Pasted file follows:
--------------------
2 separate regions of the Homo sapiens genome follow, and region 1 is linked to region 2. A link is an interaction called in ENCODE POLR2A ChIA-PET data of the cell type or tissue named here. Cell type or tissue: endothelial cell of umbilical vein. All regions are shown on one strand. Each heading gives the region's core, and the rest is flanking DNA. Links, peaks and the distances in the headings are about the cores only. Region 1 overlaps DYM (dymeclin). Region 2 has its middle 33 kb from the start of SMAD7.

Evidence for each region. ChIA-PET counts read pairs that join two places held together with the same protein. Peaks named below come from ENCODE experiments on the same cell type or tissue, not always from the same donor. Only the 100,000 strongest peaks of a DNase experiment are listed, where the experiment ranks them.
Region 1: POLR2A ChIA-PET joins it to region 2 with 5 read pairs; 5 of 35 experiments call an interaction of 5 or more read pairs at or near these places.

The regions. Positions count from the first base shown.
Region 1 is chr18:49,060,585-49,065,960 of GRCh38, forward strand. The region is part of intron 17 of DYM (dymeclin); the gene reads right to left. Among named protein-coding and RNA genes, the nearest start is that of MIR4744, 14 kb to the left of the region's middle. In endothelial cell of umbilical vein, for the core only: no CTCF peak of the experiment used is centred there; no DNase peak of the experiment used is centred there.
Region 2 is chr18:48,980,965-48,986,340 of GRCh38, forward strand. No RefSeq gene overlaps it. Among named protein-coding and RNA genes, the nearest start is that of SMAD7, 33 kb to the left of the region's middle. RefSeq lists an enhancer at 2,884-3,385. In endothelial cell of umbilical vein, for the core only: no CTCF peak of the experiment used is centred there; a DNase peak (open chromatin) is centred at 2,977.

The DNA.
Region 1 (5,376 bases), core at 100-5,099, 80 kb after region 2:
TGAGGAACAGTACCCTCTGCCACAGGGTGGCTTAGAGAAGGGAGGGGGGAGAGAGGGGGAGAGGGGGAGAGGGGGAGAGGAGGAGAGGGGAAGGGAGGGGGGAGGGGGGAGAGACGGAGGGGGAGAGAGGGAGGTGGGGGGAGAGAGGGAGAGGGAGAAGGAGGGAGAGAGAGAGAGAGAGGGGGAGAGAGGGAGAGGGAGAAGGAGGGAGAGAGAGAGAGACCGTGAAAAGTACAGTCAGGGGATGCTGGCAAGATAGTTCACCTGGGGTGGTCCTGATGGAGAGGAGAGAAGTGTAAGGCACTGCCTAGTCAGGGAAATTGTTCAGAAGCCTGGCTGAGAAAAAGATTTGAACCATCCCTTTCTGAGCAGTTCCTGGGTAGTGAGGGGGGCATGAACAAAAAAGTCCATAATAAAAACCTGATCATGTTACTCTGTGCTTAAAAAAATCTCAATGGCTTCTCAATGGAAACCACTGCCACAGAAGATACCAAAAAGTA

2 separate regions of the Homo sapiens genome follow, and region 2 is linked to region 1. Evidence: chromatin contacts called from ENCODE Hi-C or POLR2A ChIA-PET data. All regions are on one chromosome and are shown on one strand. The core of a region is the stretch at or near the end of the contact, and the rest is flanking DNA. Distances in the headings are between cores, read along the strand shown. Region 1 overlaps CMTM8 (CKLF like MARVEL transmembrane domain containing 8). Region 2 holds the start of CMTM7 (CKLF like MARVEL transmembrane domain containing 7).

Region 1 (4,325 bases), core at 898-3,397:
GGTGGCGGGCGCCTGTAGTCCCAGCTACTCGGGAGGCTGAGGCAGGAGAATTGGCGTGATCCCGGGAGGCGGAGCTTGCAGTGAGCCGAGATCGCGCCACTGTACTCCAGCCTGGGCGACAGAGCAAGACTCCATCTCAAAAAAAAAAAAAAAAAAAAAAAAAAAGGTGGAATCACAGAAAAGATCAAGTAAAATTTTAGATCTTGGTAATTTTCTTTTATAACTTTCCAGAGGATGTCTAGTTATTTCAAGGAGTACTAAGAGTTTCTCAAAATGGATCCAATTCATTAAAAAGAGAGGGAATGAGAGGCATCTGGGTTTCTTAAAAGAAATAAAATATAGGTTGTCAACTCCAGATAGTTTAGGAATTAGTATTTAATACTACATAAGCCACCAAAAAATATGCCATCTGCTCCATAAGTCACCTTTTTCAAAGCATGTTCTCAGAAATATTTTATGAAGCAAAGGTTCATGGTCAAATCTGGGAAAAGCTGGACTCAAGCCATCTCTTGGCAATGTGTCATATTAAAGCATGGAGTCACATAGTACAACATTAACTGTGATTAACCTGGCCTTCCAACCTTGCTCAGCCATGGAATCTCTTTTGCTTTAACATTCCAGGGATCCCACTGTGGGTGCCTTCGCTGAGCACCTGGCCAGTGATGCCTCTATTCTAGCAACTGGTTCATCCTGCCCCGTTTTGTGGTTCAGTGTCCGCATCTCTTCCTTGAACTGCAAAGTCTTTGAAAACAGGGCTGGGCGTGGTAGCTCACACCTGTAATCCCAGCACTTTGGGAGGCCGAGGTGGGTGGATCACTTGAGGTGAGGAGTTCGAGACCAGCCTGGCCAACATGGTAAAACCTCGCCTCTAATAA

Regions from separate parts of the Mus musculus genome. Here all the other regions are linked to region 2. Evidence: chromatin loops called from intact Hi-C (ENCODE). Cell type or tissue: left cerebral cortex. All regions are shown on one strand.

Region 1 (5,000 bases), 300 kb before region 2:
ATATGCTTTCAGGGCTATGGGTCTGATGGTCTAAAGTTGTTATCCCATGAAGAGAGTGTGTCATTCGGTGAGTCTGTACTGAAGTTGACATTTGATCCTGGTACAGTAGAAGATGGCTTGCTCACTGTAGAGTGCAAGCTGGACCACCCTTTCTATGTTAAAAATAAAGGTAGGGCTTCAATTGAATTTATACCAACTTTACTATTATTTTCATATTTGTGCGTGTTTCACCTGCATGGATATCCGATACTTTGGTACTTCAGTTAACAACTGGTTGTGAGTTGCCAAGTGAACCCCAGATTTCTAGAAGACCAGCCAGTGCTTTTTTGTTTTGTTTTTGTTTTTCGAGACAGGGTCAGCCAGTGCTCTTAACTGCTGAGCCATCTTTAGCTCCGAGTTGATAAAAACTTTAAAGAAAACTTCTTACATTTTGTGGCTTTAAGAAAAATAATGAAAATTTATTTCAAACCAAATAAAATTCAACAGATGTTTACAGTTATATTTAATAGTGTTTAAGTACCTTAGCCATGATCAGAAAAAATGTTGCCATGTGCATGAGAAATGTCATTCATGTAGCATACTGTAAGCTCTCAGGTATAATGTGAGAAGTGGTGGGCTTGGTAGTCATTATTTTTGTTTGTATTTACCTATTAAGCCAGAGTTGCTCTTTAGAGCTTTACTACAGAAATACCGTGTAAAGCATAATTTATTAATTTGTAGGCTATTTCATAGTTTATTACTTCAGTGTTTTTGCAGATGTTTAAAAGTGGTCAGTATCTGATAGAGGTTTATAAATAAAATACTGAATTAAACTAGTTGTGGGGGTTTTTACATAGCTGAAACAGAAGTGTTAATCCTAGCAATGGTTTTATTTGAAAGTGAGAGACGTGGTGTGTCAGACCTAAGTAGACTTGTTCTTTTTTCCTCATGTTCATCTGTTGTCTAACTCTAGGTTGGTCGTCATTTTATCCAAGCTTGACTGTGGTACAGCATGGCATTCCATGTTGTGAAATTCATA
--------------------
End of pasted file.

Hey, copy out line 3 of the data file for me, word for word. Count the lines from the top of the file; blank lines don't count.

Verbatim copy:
Region 1: POLR2A ChIA-PET joins it to region 2 with 5 read pairs; 5 of 35 experiments call an interaction of 5 or more read pairs at or near these places.